Over-used, over-hyped, misunderstood, and much maligned – the word ‘innovation’ often gets a bit of a rough ride in the media. Part of the problem is that the word’s literal meaning ‘to bring in a new idea’ is very broad, and depends very much on the context into which a new idea is brought. The conceptual novelty of innovation differentiates it from the mere renewal of old stuff or ‘renovation’. And as I am often reminded by my patent attorney, innovation or novelty alone is not the same as invention which requires a non-obvious connection, an inventive step. If I repaint my front room, I am renovating. If I use a robot to repaint my front room I am innovating. If I design the first robot that can paint rooms, I am inventing.
Of course, technology innovation is only one type of innovation. Innovation in the arts, in fashion, in media, in politics, and even in religion is possible – any field of human activity or thought in which an old idea can be displaced by, or incorporated into, a new one has the capacity for innovation (Whether there is an appetite for such innovation is another story).
But technology innovation is different, because both supply and demand for this type of innovation are accelerating. Population and economic growth, demographic change, resource scarcity and climate change each present major challenges, and create the demand for new approaches and ideas that technology innovators are racing to come up with. On the supply side, rapid progress across many disparate fields of science and engineering in the past few decades has created and proven a vast array of new materials, equipment, information and method/process technologies. Technology innovators can pick and chose from this body of ideas to create valuable new products and services, and as the library of proven technology inventions generated by research and development expands, the potential for technology innovation grows exponentially. For the technology innovator, this poses a number of key questions, for example:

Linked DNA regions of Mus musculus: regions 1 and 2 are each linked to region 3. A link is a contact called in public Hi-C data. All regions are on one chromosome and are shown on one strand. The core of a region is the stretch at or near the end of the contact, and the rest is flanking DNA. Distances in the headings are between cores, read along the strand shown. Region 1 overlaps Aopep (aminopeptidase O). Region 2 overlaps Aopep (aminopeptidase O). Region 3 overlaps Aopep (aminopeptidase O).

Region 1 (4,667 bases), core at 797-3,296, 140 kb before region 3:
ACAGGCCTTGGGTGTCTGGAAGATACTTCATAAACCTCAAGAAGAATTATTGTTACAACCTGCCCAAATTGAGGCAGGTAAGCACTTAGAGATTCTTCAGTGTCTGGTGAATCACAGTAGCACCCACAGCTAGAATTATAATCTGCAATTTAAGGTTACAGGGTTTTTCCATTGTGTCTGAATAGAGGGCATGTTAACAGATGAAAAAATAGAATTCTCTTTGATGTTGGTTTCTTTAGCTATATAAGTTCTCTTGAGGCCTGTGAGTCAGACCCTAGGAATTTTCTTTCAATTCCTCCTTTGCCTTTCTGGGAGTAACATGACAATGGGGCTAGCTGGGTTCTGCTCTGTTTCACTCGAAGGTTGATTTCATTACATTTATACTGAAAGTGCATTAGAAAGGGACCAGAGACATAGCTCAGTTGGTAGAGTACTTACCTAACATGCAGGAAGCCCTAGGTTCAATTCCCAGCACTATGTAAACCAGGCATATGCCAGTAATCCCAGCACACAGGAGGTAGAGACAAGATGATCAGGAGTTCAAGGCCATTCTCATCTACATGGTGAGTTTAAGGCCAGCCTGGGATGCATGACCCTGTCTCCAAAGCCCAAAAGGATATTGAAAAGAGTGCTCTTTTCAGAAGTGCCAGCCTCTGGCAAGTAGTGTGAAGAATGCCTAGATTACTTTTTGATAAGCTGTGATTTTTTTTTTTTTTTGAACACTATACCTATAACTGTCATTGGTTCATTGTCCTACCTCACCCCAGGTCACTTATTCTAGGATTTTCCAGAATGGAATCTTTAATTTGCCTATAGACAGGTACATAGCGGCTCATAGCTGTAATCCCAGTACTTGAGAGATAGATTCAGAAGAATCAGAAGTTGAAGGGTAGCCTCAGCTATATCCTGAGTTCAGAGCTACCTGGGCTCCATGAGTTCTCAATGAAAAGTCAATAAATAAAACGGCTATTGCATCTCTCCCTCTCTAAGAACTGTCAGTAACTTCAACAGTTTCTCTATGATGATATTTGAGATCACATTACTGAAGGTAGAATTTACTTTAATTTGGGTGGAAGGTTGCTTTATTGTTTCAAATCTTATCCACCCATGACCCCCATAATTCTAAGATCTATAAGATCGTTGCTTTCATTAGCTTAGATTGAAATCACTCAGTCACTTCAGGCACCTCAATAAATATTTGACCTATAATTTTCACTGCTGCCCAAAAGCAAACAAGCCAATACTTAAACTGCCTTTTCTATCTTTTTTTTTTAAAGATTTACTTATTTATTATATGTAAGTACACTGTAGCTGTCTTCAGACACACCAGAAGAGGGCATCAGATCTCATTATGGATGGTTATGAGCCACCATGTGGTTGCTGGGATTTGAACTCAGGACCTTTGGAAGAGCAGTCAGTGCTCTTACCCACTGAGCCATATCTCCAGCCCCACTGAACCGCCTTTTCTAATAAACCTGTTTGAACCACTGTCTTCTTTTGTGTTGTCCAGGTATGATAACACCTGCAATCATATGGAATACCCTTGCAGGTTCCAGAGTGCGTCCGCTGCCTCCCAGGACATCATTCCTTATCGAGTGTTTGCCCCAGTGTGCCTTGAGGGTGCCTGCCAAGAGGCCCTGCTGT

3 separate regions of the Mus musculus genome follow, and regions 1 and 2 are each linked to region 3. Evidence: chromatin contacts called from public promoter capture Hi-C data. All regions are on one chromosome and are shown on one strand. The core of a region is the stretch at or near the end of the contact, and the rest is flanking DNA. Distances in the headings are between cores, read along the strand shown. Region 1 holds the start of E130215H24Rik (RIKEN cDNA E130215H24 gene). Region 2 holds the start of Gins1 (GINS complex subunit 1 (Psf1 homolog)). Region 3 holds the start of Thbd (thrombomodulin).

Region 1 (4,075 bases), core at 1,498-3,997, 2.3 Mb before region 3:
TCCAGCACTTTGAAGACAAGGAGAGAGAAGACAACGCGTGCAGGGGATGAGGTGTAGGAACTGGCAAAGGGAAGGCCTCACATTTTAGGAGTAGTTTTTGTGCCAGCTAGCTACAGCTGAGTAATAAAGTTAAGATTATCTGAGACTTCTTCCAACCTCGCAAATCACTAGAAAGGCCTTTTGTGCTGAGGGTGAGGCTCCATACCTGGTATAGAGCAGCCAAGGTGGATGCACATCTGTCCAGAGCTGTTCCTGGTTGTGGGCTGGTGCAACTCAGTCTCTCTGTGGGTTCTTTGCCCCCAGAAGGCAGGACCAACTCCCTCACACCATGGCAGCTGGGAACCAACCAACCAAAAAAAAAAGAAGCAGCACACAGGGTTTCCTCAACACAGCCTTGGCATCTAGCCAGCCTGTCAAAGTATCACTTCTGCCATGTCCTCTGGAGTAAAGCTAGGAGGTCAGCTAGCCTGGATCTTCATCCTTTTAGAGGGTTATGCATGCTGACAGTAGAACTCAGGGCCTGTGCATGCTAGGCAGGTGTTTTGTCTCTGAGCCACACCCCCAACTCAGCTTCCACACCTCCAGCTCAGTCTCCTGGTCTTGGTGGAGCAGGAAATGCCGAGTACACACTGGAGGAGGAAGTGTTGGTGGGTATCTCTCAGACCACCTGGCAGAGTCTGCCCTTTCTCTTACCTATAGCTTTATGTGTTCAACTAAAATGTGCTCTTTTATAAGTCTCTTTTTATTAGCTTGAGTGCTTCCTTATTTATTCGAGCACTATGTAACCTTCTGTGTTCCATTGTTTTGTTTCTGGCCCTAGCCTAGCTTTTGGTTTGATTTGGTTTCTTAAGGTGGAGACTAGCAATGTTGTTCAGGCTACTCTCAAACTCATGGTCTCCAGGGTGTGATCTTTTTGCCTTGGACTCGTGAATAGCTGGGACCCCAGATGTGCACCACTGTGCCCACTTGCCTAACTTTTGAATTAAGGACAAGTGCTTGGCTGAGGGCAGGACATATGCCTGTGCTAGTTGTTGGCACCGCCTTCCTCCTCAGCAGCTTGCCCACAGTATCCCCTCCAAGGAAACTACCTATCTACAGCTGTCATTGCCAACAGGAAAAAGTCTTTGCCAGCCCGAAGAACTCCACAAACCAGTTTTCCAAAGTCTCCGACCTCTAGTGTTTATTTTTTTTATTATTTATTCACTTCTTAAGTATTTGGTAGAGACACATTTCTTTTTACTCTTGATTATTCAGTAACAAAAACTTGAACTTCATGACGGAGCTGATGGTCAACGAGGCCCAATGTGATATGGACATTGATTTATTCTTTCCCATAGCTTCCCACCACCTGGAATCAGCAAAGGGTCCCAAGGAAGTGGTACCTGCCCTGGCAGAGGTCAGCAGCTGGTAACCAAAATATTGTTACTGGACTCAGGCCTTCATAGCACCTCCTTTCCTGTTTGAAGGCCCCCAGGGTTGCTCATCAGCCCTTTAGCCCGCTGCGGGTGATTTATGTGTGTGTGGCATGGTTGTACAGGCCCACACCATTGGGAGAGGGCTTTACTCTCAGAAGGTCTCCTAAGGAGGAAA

- Is there a way to combine a selection of these technologies to meet an unmet market need?
- How do I discover and select the best of each of the technology elements I need?
- Are the technology elements all proven, are some still in their infancy?
- Are there any gaps where I need to invent something myself?
- Will anything unexpectedly bad (or good) happen when I combine these?
- Do the benefits outweigh the costs and risks, i.e. does this solution create value?
The connectivity and reach provided by the internet has slashed the information costs of answering these questions. It has helped researchers disseminate information about their technology’s progress and performance in current applications, and has helped innovators reach out beyond their own industries for the technology elements they need to create the products and services of the future.
For clean technology entrepreneurs, there has never been a better time to innovate.
Sam Cockerill is CEO of Libertine FPE Limited, developing “Linear Power System” technologies that will make decentralised power generation the norm – bringing clean, reliable and affordable power to wherever it is needed. Sam is currently in San Francisco along with fourteen other UK cleantech start-ups as part of the Clean and Cool Mission 2015. This week-long trip is an opportunity for the entrepreneurs to hone their business pitches, learn from leaders in the field, and talk about their amazing products to potential investors and partners. Clean and Cool 2015 is organised by Innovate UK, together with The Long Run Venture, UK Trade and Investment (UKTI) and CoSpA (the Co-Sponsorship Agency). You can follow the progress of the Mission on Twitter@innovateukmedia,@CleanandCool and #cleansf.